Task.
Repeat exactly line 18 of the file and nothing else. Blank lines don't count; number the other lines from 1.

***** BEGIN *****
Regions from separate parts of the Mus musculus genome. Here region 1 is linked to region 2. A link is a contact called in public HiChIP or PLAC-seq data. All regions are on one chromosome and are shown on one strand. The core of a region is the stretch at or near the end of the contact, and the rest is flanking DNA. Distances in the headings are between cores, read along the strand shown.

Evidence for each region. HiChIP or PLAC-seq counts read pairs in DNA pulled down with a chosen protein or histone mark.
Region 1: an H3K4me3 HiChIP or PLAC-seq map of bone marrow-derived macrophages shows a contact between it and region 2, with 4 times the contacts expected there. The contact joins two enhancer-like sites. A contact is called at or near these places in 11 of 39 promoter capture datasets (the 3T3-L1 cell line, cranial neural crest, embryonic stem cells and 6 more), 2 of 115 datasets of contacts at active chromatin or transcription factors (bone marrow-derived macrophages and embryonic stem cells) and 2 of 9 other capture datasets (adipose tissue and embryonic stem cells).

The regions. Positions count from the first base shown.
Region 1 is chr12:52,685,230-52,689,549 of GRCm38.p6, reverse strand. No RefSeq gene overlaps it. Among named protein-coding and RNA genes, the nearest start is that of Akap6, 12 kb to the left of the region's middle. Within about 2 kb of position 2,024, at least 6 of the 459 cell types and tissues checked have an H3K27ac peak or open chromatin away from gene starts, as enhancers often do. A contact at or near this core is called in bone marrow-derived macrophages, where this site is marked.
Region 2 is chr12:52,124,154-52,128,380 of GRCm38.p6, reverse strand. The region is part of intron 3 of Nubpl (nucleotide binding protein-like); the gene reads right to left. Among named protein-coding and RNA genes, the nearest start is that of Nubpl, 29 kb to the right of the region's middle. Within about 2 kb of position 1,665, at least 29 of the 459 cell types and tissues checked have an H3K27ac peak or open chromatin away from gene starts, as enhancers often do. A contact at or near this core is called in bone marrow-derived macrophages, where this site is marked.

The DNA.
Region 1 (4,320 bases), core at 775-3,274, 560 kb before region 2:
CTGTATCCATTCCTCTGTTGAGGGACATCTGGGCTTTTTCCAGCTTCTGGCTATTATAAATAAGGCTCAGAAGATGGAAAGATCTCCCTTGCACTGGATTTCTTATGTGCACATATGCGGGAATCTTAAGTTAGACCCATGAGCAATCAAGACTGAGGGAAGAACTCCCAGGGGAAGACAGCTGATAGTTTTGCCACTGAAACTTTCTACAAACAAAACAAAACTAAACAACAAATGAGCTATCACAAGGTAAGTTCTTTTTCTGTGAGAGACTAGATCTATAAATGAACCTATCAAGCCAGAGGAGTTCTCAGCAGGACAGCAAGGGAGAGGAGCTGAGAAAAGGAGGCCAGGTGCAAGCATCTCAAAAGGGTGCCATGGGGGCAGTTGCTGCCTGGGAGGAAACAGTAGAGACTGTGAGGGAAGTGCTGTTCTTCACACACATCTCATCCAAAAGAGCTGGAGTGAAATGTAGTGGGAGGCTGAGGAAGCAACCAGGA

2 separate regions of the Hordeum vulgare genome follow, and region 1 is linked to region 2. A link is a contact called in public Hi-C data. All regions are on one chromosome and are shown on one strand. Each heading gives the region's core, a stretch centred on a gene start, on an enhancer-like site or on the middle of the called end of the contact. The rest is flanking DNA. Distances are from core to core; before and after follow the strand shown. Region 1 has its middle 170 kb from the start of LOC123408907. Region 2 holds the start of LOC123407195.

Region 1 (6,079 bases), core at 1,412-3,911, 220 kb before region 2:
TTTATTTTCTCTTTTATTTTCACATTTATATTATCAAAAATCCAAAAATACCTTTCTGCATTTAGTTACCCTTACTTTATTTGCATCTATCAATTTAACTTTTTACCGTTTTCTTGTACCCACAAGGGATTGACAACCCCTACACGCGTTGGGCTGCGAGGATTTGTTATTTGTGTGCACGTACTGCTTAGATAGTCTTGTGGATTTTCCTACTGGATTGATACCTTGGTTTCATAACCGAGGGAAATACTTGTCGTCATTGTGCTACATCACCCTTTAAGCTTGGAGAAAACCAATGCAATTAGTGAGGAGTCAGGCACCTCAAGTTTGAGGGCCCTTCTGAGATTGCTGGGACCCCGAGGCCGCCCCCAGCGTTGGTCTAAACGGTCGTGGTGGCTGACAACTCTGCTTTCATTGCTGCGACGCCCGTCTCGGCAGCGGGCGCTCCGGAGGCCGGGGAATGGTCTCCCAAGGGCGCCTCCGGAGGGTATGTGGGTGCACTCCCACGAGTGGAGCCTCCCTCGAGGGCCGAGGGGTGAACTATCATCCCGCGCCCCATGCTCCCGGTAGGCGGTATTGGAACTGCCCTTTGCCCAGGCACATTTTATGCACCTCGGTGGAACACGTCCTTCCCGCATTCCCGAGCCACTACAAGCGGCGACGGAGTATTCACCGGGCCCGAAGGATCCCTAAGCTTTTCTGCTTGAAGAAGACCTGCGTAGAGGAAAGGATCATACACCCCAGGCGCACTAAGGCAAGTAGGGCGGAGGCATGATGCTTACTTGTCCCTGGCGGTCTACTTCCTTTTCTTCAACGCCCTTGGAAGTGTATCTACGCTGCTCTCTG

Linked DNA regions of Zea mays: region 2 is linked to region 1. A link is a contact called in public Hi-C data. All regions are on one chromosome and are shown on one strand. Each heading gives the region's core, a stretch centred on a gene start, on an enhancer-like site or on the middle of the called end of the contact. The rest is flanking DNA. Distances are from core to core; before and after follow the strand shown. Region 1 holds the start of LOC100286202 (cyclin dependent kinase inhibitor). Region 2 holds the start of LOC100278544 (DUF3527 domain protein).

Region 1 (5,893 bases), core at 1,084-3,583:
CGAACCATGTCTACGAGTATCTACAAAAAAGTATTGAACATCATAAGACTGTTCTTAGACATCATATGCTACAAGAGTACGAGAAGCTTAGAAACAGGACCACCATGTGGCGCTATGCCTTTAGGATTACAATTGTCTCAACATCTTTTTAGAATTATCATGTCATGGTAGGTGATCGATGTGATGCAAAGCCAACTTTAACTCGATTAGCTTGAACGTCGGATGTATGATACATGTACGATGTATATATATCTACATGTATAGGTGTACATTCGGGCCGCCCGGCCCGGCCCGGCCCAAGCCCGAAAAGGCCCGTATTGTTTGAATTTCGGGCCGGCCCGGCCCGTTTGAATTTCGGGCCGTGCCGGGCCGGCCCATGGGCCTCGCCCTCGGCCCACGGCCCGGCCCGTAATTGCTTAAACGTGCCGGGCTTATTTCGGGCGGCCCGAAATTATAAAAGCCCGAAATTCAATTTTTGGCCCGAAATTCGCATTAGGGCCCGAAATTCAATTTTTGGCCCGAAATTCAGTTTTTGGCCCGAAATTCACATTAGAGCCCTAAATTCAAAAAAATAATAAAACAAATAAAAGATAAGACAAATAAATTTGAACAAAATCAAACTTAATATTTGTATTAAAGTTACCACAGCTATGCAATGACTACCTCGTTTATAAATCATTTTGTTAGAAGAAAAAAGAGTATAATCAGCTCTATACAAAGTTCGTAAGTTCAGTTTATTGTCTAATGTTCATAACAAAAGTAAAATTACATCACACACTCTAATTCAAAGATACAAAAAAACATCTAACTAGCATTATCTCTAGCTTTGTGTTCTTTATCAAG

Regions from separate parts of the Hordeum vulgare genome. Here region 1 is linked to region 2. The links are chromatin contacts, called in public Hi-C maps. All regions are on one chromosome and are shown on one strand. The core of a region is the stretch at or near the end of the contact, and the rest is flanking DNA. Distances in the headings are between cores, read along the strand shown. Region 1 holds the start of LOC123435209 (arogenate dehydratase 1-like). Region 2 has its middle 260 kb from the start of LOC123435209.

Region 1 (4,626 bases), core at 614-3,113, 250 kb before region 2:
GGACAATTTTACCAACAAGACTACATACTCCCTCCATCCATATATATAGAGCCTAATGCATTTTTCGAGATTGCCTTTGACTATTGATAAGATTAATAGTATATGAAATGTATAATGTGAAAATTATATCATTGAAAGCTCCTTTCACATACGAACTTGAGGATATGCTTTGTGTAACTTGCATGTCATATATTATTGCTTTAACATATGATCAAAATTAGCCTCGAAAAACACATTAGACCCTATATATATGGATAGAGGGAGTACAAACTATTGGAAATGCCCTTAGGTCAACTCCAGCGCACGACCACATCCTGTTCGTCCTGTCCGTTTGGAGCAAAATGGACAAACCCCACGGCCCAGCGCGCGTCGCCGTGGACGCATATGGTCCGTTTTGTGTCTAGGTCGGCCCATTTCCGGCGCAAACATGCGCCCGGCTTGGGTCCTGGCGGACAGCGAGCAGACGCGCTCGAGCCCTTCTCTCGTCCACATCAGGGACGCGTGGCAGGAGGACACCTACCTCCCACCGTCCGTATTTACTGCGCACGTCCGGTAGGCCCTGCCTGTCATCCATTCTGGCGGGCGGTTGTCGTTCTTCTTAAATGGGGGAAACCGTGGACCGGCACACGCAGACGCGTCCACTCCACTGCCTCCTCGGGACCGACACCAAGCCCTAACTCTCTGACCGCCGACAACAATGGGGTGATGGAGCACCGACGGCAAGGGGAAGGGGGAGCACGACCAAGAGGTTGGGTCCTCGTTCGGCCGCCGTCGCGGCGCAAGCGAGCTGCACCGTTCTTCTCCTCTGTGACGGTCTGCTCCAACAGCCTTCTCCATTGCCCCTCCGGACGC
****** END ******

GGACAATTTTACCAACAAGACTACATACTCCCTCCATCCATATATATAGAGCCTAATGCATTTTTCGAGATTGCCTTTGACTATTGATAAGATTAATAGTATATGAAATGTATAATGTGAAAATTATATCATTGAAAGCTCCTTTCACATACGAACTTGAGGATATGCTTTGTGTAACTTGCATGTCATATATTATTGCTTTAACATATGATCAAAATTAGCCTCGAAAAACACATTAGACCCTATATATATGGATAGAGGGAGTACAAACTATTGGAAATGCCCTTAGGTCAACTCCAGCGCACGACCACATCCTGTTCGTCCTGTCCGTTTGGAGCAAAATGGACAAACCCCACGGCCCAGCGCGCGTCGCCGTGGACGCATATGGTCCGTTTTGTGTCTAGGTCGGCCCATTTCCGGCGCAAACATGCGCCCGGCTTGGGTCCTGGCGGACAGCGAGCAGACGCGCTCGAGCCCTTCTCTCGTCCACATCAGGGACGCGTGGCAGGAGGACACCTACCTCCCACCGTCCGTATTTACTGCGCACGTCCGGTAGGCCCTGCCTGTCATCCATTCTGGCGGGCGGTTGTCGTTCTTCTTAAATGGGGGAAACCGTGGACCGGCACACGCAGACGCGTCCACTCCACTGCCTCCTCGGGACCGACACCAAGCCCTAACTCTCTGACCGCCGACAACAATGGGGTGATGGAGCACCGACGGCAAGGGGAAGGGGGAGCACGACCAAGAGGTTGGGTCCTCGTTCGGCCGCCGTCGCGGCGCAAGCGAGCTGCACCGTTCTTCTCCTCTGTGACGGTCTGCTCCAACAGCCTTCTCCATTGCCCCTCCGGACGC